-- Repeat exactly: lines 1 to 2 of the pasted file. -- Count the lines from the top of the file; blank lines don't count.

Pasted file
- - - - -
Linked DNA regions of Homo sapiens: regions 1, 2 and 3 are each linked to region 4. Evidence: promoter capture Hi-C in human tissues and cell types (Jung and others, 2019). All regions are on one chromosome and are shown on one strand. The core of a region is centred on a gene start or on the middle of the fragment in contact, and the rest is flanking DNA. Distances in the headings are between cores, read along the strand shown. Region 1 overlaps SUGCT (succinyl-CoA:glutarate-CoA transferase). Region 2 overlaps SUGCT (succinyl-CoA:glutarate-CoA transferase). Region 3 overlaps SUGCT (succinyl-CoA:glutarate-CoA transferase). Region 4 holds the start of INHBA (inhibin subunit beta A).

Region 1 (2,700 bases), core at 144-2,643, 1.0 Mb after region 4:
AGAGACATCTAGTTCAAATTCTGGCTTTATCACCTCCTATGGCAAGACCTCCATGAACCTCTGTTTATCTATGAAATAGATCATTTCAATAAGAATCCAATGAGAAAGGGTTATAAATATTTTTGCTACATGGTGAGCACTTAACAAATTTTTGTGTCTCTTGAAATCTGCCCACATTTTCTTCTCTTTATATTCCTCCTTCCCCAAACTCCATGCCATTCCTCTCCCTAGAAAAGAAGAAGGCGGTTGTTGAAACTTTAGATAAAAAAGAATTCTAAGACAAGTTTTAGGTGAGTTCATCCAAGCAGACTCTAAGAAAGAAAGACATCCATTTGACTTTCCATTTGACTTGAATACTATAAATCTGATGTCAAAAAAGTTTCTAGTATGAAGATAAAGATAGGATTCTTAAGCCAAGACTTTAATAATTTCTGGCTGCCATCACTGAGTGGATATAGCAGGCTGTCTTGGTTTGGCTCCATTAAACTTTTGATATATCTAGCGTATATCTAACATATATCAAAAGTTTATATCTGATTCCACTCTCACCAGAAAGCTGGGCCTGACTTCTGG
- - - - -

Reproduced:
Linked DNA regions of Homo sapiens: regions 1, 2 and 3 are each linked to region 4. Evidence: promoter capture Hi-C in human tissues and cell types (Jung and others, 2019). All regions are on one chromosome and are shown on one strand. The core of a region is centred on a gene start or on the middle of the fragment in contact, and the rest is flanking DNA. Distances in the headings are between cores, read along the strand shown. Region 1 overlaps SUGCT (succinyl-CoA:glutarate-CoA transferase). Region 2 overlaps SUGCT (succinyl-CoA:glutarate-CoA transferase). Region 3 overlaps SUGCT (succinyl-CoA:glutarate-CoA transferase). Region 4 holds the start of INHBA (inhibin subunit beta A).

Region 1 (2,700 bases), core at 144-2,643, 1.0 Mb after region 4: